TUCSON, Ariz. — "We love you Tucson. Thank you for all the years of support."
That's the message Mike Gura, the owner of Public Brewhouse, wants to leave with his community.
After five years of serving beers at its location near Historic Fourth Avenue, this weekend was Public Brewhouse's last.
Gura says closing the location is bittersweet, but he's grateful to the Tucson community for its support over the years.
"One thing that's really struck me, as I've reflected over this COVID time is we didn't just share a space, we shared time and space," says Gura. "The original intention of this space was to build a community and create a place where anybody feels welcome."
Regulars say with its live music, trivia nights and friendly environment, Public Brewhouse succeed in doing just that.
"Bar being packed, standing room only, getting beers and just enjoying time with friends," are some of the memories Andrew Washburn says hes has from frequenting the brewery on Wednesdays.
The brewery's closing, is due largely to the COVID-19 pandemic. Gura says Public Brewhouse is a small brewery, and it wasn't able to change it's distribution model to stay profitable once having in-person patrons became a health risk. He adds that the location's lack of outdoor patio space provided another obstacle.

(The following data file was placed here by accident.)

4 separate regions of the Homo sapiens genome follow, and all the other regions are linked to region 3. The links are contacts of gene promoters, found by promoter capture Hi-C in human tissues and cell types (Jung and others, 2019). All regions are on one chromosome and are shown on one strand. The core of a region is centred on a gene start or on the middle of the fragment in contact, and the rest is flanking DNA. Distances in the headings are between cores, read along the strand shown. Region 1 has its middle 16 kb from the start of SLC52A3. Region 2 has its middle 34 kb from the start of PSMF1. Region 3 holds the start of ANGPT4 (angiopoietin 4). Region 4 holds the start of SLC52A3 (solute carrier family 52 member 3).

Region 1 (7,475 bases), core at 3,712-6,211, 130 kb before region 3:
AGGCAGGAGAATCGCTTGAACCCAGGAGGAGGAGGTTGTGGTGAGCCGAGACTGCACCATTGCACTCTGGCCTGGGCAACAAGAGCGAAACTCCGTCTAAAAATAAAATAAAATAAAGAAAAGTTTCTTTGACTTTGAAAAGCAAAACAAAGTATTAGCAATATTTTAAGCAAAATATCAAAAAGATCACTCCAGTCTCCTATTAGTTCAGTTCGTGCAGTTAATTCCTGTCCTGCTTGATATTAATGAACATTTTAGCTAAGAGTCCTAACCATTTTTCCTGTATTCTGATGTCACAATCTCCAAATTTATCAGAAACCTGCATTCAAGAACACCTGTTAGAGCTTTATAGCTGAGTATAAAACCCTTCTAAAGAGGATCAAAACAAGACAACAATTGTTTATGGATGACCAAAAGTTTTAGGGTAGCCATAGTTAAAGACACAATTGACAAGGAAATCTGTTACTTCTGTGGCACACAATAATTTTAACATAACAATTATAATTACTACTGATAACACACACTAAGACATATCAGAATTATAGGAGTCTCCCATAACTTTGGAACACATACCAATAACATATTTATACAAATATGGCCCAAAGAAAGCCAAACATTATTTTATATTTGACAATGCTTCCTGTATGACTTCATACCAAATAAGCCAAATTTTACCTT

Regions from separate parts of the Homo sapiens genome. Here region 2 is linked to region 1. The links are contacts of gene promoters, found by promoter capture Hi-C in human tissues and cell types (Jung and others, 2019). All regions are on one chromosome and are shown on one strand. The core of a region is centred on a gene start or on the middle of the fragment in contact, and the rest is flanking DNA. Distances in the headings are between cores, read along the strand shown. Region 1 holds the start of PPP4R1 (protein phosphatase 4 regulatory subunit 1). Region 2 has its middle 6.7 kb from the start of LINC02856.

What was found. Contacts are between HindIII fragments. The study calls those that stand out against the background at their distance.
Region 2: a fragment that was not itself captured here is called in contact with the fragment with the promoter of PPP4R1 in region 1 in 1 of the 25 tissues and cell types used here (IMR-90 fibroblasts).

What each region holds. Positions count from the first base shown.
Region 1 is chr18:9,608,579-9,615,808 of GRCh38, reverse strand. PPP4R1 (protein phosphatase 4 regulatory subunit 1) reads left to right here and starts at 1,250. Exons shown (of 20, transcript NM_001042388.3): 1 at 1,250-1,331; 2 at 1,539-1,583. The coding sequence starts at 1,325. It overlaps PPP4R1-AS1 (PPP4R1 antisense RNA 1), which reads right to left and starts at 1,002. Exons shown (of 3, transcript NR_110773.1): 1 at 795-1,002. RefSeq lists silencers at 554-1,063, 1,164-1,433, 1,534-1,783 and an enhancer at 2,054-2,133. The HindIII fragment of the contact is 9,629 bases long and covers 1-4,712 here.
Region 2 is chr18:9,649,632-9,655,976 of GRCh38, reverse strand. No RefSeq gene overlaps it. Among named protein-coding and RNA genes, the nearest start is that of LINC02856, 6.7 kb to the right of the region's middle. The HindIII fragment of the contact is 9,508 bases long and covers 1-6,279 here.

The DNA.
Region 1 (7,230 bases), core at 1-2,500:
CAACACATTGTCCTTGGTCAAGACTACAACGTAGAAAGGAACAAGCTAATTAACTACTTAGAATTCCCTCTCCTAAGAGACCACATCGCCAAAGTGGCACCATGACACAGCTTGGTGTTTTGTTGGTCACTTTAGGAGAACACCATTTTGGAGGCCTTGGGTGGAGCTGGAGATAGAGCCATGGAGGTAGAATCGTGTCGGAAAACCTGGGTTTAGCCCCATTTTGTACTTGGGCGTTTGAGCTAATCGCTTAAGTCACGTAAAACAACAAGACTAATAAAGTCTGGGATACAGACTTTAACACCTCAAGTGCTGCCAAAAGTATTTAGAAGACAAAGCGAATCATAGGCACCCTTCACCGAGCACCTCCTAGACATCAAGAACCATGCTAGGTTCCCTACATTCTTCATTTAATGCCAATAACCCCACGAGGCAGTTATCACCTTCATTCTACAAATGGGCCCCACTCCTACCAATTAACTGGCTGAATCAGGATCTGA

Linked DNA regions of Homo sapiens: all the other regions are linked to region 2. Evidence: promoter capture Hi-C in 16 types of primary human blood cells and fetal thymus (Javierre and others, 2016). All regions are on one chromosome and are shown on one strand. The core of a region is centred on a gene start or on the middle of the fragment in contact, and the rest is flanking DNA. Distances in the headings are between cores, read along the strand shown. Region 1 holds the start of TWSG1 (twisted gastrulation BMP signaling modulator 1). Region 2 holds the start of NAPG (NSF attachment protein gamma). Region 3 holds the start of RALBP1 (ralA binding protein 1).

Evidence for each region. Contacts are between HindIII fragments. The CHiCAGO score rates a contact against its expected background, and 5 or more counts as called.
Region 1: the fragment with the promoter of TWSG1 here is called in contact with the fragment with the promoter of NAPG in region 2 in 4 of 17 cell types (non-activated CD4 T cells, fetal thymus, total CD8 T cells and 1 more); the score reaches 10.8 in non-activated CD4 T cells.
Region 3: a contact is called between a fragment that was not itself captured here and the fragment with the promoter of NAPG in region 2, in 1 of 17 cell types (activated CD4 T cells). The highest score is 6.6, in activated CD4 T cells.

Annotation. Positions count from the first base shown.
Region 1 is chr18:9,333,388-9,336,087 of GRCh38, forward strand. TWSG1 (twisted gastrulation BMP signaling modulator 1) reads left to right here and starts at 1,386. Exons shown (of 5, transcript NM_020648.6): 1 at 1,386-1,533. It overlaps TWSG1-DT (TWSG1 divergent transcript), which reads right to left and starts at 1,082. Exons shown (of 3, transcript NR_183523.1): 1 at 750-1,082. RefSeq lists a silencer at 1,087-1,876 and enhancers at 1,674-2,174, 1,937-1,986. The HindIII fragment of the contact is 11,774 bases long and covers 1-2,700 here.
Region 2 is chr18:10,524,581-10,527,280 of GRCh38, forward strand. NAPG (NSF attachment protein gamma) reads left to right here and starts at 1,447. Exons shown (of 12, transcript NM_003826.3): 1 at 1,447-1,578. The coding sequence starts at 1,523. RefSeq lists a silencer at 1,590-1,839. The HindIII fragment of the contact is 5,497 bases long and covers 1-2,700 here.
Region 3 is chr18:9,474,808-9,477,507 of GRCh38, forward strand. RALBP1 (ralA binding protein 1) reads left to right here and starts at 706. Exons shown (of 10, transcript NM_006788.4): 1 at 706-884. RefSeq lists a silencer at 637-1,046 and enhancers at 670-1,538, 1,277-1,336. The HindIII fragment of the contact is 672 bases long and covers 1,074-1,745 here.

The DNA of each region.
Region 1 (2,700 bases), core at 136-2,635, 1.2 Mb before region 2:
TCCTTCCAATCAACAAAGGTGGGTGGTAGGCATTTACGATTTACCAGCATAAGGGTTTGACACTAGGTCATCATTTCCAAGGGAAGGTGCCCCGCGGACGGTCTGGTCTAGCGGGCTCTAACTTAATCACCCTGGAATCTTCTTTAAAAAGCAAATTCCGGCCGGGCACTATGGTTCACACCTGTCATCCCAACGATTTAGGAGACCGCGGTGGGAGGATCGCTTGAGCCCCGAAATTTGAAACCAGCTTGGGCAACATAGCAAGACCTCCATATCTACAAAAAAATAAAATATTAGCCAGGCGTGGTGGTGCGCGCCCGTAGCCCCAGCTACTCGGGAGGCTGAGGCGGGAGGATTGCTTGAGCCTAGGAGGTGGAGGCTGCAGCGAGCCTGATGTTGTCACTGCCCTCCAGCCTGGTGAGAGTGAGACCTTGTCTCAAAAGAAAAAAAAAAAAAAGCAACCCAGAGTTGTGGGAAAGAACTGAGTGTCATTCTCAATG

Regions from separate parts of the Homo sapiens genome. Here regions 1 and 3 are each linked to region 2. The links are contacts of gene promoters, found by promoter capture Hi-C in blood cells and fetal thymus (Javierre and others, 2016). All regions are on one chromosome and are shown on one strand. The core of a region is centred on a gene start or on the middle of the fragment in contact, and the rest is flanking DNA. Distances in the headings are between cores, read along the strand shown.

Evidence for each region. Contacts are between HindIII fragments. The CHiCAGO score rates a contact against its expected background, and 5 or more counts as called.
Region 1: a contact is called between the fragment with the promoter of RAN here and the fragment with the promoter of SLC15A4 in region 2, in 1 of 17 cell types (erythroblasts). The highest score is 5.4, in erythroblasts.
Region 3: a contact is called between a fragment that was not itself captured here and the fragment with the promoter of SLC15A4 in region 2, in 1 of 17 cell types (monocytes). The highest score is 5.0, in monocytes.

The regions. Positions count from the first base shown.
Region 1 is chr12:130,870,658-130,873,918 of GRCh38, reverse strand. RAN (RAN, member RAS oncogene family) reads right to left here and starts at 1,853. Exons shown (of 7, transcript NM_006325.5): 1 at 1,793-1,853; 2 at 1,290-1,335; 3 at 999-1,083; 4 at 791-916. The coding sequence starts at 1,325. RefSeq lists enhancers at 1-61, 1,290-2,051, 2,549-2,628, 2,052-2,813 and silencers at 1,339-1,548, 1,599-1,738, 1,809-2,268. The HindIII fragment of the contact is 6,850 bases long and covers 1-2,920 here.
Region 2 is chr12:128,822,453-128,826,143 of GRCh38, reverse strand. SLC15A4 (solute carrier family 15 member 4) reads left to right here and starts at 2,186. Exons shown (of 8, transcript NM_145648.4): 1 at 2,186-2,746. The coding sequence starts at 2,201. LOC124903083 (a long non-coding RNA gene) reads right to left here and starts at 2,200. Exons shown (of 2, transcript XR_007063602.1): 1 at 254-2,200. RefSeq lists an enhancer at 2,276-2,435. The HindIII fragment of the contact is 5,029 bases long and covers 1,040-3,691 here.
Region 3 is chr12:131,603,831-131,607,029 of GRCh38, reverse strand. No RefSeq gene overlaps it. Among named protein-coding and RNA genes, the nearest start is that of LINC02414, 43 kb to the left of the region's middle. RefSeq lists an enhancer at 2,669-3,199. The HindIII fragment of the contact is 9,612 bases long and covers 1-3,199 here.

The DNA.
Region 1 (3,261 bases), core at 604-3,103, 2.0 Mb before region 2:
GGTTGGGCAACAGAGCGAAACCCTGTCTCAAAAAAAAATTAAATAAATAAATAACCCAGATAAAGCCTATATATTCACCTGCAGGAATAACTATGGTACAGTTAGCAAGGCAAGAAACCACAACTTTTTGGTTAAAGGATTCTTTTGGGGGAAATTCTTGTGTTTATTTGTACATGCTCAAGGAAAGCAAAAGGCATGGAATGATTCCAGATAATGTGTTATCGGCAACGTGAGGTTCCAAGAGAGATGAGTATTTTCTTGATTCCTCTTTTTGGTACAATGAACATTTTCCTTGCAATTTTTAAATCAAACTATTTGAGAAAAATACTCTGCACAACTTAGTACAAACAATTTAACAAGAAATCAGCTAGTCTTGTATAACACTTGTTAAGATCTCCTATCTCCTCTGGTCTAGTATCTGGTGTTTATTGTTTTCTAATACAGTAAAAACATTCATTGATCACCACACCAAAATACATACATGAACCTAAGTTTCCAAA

"When COVID hit, without the capacity to can or make money for a distribution model, it really hit us hard," says Gura. "Our whole model is based on over-the-counter sales. You take the over the counter part away, and it's just struggling to stay afloat."
But despite having to close its doors, Gura says, he's proud of the impact Public Brewhouse has had in Tucson over the past five years.
"What I've always told the bartenders and the staff is it's not about the beer we sell. It's about the experiences we create," says Gura.
That's a lesson he passed down to Ayla Katahi, who began her career at Public Brewhouse and is now Head Director of Brewing at Borderlands.
"He [Gura] said, this is part of what happens. We have these great employees and provide mentorships, and the next step is you move on and you give back to the community," says Katahi. "Leaving Public meant that I was leaving family and community. I have a deep respect and a deep love for Public Brewhouse."
While he's sad that the brewery has to close, Gura says Public Brewhouse was able to contribute to the community and history of Tucson.
"I think about the weddings that were held here, the receptions, the wakes, the people who maybe met here and are happily married, the connections people made," says Gura. "Hopefully that lead to something fruitful and positive in the world. That's all I could ask for."
There's still a chance this won't be the last you hear about Public Brewhouse. Gura says they are looking into ways to continue to share their brews with the Tucson community, and he hopes they're able to reopen again one day.
Originally posted by KGUN9 October 11, 2020
Aubrey Gelpieryn is a journalist currently in New York. She enjoys writing about music, politics and current events.